Sorry for playing the devils advocate. However, I am a pessimist for any significant plug-in development until after 2025. Apart from this Audi there is only one other confirmed 200+ miles BEV in development and that is the Bolt by GM. It will not be produced in volume and because it is not luxury and sells for at least 35k USD it will not be in high demand either. Nissan have vaguely said a longer range Leaf is coming but nothing about how long or when. Battery prices are not falling fast enough for long-range BEVs to be popular among ordinary cars. We are at least looking at 2025 and beyond before long-range BEVs can be mass produced at prices that can compete with typical 25k USD gassers. However, the small global market for luxury performance cars is a different matter. Tesla has proven that they are able to make a luxury performance sedan that is better than any similar priced gasser. Tesla business plan for plug-ins is the only one that makes sense. Focus first on luxury performance cars and take that market away from the gassers globally. When that is done between 2020 and 2025 the battery prices will have fallen enough to go after lower cost vehicles. By 2025 everything changes because of the arrival of the first autonomous vehicles that can go anywhere a human can go and then some. That will turn the auto industry upside down because one autonomous car can operate as a taxi doing 100,000 miles per year and thus replacing 7 non-autonomous cars. Operated like that a gasser or a hydrogen car will wear out after 2 years but a BEV can last 10 years and thus be the lowest cost way to implement autonomous transportation for the masses. My conclusion is that nothing important will happen in the auto industry until we get autonomous cars and only after that will BEVs for the masses be the least costly means of transportation. If I should finish by a positive statement it would be that almost none automakers are serious about making long-range BEVs but everyone are serious about making autonomous cars. That means this extremely important field is getting the attention and money it deserves and consequently the technology will be ready sooner rather than later. So at the latest by 2025.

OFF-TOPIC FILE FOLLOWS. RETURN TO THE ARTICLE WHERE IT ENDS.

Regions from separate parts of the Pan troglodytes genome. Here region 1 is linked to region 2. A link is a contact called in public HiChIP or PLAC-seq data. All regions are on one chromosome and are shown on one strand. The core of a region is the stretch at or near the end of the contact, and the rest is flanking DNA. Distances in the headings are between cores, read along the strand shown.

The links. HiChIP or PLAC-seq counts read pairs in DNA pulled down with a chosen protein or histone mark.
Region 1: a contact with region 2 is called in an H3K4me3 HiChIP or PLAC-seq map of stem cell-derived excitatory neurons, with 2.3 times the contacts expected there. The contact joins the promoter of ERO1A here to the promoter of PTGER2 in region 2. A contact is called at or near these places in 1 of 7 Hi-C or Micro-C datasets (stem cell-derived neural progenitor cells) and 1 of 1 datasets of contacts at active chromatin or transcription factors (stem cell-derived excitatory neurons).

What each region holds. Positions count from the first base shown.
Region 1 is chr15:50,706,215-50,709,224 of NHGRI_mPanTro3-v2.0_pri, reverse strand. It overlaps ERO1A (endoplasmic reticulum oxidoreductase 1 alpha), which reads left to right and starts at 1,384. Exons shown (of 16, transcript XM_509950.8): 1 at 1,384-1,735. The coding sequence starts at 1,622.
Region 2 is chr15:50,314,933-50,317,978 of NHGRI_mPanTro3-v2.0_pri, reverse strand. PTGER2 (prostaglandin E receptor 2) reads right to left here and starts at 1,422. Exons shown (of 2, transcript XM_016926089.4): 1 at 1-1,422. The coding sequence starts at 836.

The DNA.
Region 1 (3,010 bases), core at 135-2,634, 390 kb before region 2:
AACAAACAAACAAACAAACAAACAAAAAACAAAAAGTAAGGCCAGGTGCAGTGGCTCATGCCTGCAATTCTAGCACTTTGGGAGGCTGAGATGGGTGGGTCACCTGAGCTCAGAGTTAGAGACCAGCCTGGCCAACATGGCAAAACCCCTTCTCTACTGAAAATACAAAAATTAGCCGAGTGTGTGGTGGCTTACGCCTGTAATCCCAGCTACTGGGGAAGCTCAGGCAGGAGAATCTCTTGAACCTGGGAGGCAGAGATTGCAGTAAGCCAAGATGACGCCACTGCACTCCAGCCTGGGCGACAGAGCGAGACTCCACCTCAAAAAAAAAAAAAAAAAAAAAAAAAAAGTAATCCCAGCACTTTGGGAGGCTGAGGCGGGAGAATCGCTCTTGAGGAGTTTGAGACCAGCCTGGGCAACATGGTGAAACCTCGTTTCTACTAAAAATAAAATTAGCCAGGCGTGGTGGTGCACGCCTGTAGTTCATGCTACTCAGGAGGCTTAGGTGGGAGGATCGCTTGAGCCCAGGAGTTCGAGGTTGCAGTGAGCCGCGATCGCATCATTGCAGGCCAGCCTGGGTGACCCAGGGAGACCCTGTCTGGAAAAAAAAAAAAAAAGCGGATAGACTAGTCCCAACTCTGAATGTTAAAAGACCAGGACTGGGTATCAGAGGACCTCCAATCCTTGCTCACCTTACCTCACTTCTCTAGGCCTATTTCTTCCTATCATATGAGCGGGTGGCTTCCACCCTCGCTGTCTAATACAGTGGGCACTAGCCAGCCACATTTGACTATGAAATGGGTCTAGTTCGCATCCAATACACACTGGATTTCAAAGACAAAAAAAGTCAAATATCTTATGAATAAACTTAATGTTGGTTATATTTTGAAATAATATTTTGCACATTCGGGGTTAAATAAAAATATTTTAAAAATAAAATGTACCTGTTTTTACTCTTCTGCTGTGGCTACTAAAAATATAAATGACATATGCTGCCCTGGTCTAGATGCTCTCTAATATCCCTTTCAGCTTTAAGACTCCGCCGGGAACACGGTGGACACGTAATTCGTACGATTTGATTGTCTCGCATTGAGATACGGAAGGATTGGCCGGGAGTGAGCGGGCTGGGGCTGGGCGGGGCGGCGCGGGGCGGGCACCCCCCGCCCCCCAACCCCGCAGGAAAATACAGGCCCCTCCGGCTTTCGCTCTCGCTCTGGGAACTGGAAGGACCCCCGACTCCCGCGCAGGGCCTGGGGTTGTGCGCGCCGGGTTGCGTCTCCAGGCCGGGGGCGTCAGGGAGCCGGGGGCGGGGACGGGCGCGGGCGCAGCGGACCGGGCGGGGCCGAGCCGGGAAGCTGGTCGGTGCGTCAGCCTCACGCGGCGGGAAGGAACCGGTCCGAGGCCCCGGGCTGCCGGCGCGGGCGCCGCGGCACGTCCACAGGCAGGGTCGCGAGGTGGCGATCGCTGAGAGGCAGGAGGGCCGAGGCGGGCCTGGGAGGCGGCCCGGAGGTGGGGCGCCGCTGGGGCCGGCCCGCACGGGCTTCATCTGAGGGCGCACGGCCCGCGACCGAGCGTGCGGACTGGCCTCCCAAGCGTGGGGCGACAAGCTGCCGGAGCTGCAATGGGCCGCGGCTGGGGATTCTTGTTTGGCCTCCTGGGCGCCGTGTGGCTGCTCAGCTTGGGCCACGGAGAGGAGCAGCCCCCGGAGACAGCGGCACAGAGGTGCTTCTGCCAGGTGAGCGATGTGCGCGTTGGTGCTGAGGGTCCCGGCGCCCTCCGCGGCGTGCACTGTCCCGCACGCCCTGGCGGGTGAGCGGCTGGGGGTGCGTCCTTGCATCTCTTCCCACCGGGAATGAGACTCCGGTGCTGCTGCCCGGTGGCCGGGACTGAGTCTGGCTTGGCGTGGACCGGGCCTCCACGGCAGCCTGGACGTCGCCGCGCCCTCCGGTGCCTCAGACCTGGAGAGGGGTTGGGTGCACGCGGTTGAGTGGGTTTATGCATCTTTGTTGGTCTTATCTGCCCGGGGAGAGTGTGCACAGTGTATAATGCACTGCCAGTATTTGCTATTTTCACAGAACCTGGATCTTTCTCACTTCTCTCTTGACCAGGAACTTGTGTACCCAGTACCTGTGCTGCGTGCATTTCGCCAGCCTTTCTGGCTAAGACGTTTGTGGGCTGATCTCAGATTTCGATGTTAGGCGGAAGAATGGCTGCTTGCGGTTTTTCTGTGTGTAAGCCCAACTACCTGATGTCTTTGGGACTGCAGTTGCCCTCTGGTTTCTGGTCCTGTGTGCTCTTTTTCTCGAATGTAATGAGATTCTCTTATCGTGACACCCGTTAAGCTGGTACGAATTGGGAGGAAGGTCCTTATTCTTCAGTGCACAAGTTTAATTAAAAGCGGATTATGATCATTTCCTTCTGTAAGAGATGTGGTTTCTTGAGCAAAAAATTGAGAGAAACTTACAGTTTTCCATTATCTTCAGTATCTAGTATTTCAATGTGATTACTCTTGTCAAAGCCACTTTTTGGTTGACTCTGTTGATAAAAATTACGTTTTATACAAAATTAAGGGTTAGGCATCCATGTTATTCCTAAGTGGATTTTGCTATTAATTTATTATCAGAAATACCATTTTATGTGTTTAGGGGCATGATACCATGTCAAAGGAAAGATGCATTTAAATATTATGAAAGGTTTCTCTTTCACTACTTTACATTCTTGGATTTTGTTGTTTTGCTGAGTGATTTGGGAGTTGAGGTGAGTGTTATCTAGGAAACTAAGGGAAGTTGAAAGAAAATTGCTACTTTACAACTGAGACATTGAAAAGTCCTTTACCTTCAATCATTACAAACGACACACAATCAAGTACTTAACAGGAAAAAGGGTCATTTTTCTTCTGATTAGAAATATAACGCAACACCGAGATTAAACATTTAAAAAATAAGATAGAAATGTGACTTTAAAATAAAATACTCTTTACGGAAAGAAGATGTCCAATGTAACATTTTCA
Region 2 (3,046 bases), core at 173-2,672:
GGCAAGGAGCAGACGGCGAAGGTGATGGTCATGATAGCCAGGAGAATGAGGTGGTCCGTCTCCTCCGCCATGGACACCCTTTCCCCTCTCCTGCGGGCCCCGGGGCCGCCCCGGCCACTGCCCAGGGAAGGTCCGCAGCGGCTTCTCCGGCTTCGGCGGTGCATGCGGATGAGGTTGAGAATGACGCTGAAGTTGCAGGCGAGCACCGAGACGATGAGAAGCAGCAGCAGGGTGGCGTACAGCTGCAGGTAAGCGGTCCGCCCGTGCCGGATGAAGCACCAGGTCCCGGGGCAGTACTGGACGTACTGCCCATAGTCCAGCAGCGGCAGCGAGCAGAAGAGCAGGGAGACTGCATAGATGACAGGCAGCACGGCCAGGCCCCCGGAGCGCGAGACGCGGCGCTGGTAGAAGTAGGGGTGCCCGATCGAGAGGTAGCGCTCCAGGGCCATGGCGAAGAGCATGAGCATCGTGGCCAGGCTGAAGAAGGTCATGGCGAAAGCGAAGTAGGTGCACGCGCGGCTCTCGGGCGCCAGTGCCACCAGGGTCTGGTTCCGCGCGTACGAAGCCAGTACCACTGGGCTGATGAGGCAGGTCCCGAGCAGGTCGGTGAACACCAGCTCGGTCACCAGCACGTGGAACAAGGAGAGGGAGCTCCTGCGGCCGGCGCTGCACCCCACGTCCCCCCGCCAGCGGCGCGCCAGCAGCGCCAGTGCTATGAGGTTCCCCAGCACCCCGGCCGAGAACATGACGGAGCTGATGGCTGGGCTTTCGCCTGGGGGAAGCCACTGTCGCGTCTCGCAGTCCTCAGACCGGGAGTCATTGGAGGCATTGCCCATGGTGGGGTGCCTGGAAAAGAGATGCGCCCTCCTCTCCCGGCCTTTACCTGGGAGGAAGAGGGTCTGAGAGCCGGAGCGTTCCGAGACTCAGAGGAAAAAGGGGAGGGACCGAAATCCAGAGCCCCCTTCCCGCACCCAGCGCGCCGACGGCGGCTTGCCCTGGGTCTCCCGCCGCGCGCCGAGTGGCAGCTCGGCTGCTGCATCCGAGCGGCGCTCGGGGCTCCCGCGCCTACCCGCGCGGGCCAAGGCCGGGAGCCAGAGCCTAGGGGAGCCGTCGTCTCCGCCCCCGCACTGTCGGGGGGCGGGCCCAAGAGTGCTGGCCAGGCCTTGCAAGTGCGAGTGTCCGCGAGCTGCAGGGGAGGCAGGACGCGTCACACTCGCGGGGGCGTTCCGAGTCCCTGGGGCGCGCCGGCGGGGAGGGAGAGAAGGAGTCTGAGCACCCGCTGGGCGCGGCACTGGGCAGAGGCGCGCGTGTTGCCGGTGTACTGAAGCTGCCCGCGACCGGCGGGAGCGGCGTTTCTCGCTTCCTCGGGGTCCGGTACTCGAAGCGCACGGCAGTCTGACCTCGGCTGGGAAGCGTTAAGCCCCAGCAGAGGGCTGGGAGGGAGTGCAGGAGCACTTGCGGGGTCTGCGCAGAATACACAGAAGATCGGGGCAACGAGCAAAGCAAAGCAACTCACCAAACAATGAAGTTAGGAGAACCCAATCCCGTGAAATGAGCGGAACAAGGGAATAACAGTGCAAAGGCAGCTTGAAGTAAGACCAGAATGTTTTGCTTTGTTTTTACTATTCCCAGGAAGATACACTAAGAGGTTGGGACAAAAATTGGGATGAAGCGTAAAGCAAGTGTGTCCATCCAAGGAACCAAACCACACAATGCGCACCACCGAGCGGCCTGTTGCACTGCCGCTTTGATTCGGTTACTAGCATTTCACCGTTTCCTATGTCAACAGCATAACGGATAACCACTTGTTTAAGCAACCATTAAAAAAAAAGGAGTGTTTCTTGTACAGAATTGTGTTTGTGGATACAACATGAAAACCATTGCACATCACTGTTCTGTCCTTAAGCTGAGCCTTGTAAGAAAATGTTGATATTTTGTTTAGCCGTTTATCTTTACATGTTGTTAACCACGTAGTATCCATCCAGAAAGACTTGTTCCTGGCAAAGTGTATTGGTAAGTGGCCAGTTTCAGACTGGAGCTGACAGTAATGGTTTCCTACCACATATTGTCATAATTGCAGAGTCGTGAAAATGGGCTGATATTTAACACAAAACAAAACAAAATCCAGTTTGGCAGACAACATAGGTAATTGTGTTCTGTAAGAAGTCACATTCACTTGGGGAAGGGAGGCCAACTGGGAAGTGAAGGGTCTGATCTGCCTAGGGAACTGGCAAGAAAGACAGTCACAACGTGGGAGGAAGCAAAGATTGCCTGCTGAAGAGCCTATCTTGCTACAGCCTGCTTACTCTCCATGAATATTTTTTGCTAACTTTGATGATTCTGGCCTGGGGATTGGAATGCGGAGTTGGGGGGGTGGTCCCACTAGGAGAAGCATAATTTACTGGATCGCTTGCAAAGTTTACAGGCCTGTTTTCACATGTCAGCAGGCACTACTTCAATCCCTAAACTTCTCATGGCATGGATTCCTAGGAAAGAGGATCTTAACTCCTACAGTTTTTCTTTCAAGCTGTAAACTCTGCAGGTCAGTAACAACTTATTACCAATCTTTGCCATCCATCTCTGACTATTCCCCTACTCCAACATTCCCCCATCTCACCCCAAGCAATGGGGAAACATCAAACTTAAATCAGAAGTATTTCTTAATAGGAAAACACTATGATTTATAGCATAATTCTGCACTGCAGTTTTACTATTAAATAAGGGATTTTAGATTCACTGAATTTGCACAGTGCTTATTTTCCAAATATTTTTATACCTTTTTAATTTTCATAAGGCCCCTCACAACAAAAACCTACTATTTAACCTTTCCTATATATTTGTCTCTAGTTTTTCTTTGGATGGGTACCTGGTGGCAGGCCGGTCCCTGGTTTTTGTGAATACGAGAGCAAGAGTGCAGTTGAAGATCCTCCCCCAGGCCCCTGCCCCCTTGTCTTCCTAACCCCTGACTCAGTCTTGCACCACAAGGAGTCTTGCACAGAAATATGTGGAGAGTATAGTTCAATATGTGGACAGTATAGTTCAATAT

Better late than never. The rumor was Audi would have decided on a make or not make decision until after they got some evidence on how well the Model X would do. Either that rumor was wrong or Audi (read the VW group) do no longer feel comfortable about not being able to have anything that can compete with Tesla. Porsche tried to make a plug-in that could compete but they have failed only selling 3000 Panameras and Cayennes plug-ins for H1, 2015 versus Tesla selling 21500 Model S. Frankly, I doubt Audi will be ready by 2018 with something that can compete with Model X. You normally need 5 to 6 years to develop a new model and unless Audi has already been working on a BEV SUV for a few years by now they will not be ready for 2018. In any case Tesla should be without real competition from anyone until 2018 at the least. That is enough time for Tesla to get to the limit of how many Model S and Model X that they can find demand for globally. It will probably be around 120,000 cars per year combined. But who knows Tesla could sell more if they could lower the 70,000 USD entry price. That is going to happen as battery prices drops once that Giga factory is up and running. But the writings is on the wall is clear. In ten years the market for luxury gassers will be completely gone and replaced by long-range BEVs.